So, Ilfracombe certainly is lit up! You can watch a video of Ilfracombe’s Christmas Light Switch On here: https://www.facebook.com/combechristmas/videos/948732295284252/

 

Well done again to everyone involved!

This Christmas in Ilfracombe article can be found in Revive & Thrive's Place Magazine
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Art in Placemaking

Read lots of articles on Placemaking in Revive & Thrive's Place Magazine

The Role of Art in Placemaking

Read about Art in Placemaking in Revive & Thrive's Place Magazine each month
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According to PPS, placemaking is both a process and philosophy, strengthening the connection between people and the places they share. It capitalises on a local community’s assets, inspiration, and potential with the intention of creating public spaces that promote health happiness and well-being. Stimulating public artworks play a key role because they offer more than just passive observation. Culture is the perfect vehicle to engage communities and promote conversation about heritage, identity and sense of belonging. Great art makes great places, great places attract great talent, and great talent creates great jobs!

How UK BIDs can work with cultural organisations 

Improving Places, a new report produced by Arts Council England, examines how culture is key to the success of UK BIDs. By collaborating with cultural organisations, they can drive economic growth and help local communities thrive. In the uncertainty of post-Brexit Britain, they can also offer a potential solution to falling public funding and rising business rates. BIDs and cultural organisations that are positively connected can share information and plan joint marketing campaigns for maximum reach and impact. The report identifies six ways in which they can work together:

  1. Placemaking, by using local knowledge to help develop innovative neighbourhoods.
  2. Place branding, by promoting an area as distinctive and attractive for locals and visitors.
  3. Business development, by helping industry professionals and entrepreneurs grow their businesses.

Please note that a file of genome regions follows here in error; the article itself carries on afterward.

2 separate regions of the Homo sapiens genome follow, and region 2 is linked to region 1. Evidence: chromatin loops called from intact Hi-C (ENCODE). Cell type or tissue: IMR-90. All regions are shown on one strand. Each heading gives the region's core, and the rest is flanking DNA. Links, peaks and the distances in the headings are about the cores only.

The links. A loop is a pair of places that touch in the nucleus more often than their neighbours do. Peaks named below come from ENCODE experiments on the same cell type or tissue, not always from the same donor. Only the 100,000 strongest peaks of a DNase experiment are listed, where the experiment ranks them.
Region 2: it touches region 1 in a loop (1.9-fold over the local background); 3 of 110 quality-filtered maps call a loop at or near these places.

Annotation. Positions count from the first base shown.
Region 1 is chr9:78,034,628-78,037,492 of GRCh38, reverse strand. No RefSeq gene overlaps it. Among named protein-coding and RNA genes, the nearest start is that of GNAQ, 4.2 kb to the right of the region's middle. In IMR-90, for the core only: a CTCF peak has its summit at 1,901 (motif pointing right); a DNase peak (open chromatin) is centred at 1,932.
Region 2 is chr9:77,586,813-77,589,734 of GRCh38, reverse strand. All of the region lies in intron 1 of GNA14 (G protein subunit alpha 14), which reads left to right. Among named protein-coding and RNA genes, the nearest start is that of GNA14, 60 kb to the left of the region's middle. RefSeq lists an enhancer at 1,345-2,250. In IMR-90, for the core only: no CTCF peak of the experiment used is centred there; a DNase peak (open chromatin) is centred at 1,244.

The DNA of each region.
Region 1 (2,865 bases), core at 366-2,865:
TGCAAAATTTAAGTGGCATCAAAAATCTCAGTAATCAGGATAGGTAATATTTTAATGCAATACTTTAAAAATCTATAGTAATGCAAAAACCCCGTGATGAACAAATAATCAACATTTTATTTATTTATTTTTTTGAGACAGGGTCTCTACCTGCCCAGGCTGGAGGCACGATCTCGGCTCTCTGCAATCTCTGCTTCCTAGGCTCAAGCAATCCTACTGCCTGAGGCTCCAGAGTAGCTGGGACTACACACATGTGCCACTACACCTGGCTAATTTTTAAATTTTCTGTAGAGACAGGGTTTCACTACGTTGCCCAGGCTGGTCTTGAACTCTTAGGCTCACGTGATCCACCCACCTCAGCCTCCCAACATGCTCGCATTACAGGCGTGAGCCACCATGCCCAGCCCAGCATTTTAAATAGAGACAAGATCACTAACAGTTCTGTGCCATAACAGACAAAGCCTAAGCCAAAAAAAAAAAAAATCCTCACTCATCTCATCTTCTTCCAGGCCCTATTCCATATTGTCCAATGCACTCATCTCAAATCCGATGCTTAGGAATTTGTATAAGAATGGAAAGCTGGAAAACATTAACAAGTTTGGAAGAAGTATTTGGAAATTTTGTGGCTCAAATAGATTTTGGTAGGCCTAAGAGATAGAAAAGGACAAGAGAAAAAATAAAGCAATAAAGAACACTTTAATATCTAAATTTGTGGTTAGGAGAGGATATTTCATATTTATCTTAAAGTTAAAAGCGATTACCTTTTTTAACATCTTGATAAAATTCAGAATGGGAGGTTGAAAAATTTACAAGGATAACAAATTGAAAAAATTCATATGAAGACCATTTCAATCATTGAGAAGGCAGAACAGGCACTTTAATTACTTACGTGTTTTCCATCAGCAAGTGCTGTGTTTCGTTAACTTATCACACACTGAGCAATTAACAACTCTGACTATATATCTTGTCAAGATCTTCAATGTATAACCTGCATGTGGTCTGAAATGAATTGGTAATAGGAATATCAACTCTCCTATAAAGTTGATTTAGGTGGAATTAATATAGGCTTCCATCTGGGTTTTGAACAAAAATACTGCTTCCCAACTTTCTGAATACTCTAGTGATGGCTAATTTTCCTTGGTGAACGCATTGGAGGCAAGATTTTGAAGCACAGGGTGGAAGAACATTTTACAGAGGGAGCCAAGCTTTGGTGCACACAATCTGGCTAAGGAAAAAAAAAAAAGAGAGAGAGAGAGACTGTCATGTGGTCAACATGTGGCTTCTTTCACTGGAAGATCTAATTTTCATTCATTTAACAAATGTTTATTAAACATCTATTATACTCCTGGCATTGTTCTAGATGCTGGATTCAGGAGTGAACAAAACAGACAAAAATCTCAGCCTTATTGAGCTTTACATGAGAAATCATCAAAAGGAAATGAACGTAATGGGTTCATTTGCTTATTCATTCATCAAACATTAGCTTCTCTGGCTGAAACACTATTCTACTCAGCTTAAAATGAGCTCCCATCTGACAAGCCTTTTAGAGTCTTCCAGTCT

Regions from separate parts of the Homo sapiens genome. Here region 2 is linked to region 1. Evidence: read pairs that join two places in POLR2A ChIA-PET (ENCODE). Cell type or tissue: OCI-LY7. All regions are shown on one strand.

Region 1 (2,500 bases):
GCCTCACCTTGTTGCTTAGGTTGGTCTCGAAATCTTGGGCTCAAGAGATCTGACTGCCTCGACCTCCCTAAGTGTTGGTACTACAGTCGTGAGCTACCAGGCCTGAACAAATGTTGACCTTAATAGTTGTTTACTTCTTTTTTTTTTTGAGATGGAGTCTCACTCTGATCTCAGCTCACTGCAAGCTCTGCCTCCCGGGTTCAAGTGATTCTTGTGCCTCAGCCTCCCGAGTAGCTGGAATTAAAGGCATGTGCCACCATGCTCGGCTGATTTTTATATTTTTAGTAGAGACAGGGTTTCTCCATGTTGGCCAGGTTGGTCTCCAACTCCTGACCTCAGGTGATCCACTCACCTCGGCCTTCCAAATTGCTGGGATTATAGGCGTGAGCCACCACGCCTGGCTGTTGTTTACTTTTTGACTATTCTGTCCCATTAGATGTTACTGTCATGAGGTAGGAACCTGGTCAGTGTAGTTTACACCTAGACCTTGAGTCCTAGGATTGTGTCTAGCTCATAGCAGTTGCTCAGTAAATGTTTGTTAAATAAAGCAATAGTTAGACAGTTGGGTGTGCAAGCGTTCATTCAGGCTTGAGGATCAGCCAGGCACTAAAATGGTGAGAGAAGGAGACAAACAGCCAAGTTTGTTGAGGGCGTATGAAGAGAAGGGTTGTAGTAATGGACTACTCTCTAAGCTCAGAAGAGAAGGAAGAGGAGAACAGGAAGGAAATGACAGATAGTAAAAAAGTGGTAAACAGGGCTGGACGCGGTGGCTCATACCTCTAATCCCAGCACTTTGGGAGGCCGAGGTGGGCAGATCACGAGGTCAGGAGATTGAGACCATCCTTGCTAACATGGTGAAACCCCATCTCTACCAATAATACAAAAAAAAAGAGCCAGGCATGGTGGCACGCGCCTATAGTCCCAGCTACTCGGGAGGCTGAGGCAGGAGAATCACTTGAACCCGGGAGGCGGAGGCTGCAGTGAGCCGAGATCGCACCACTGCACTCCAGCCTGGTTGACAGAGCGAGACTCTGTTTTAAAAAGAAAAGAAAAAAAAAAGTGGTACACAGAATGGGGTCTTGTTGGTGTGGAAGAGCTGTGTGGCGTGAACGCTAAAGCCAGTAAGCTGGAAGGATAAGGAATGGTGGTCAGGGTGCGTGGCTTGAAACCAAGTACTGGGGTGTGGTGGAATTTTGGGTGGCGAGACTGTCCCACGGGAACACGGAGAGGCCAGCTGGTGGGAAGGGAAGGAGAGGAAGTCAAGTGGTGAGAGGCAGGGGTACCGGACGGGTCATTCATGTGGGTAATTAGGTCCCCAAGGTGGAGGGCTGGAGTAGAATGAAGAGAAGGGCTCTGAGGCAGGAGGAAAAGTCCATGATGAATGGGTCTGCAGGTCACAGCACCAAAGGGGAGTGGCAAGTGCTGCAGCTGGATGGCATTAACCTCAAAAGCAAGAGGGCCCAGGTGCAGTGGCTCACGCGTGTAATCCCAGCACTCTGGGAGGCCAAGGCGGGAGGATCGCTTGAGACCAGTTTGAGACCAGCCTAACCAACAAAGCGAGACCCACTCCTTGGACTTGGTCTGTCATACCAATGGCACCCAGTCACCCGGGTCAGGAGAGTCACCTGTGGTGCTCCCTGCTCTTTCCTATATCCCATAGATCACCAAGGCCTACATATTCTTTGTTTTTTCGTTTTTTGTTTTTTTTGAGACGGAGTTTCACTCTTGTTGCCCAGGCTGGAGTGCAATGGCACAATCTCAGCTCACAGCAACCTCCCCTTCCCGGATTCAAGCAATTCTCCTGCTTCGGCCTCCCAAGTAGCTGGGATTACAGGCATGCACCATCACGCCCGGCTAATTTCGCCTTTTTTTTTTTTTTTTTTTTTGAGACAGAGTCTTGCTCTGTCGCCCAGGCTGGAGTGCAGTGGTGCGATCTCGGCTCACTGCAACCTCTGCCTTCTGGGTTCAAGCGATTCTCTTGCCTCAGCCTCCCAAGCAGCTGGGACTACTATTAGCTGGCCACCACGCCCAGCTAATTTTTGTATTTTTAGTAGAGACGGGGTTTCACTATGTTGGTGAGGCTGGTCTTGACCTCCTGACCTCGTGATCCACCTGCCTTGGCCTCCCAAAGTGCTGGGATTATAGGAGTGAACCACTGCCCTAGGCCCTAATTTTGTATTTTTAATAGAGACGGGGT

4. Providing affordable spaces.
  5. Involving local people will build stronger communities.
  6. Design a programme of creative activities to highlight a location’s unique offer and raise the public profile.

Obviously, there is no one-size-fits-all solution and local challenges will require local responses. But, to ensure coherent policies there needs to be an element of joined-up thinking with private enterprise, local government, BIDs, and cultural organisations all involved at the early planning stages.

Commissioning public artworksArt in Placemaking features in this month's Place Magazine

The Great Places conference last month, launched a year-long programme of initiatives from the BFP (British Property Federation) to examine the dynamics of successful places. The project aims to showcase the real estate industry’s collective role and social impact across the UK to clients, communities and government. Coinciding with the conference was the joint publication of A Guide to Commissioning Public Art by BPF and Contemporary Art Society which highlights how art contributes to a sense of place and identity.

Ian Fletcher, Director of Real Estate Policy at the BPF said:

“The real estate industry provides value to society beyond its economic contribution, but it needs to communicate the benefits that flow from long-term investment if it’s to win the hearts and minds of the people it serves. We hope our Great Places campaign hardwires placemaking into the real estate industry’s contribution to the nation’s social well-being.”  

Fabienne Nicholas, Head of Art Consultancy at the Contemporary Art Society said:

“Truly ambitious public art is now a key component of cultural placemaking, animating public realm and creating encounters that humanise and create meaning for places. It is often the art that contributes the most to that unique sense of place, supporting the identity and visibility of new developments and creating thriving sustainable communities.” 

Cities of Culture

Banksy's Art can be seen in places all around the UK
Bansky street cleaner – Chalk Farm, London

An example of how the arts can shape modern placemaking. Inspired by Liverpool’s 2008 European Capital of Culture status, the concept continues in the UK and in 2013 Derry/Londonderry reported that for every £1 of the £100m investment, £5 was earned for the city.

The University of Hull is about to release statistics on its tenure as 2017 City of Culture and the benefits to the economy. Key findings from the first 3 months include:

  • 90% of Hull residents attended or experienced a cultural event or activity as part of the UK’s City of Culture.
  • 70% of resident agreed it had a positive impact on the lives of local people.
  • 342,000 visitors came to ‘Made in Hull’ during opening week and 94% of the audience agreed the event made them feel more connected to the city, the stories of its people, the history and heritage.
  • Of the 1.1m people passing through Queen Victoria Square during the Blade installation, over 420,000 interacted with the artwork. 50% said it was the main influential reason for their visit that day and 46% said they would not have come if the Blade wasn’t there.

Last month, Manchester joined a network of 180 world cities recognised by UNESCO for their commitment to the arts. With over 10 UK cities already accredited by the organisation, Manchester follows Nottingham, Norwich and Edinburgh in becoming a UNESCO Creative City of Literature.  Winning is a real accolade and not just a title for one year, that reflects the depth of community involvement. Cities must have plans in place that continually improve access and participation in cultural life, especially for marginalised or vulnerable groups and individuals.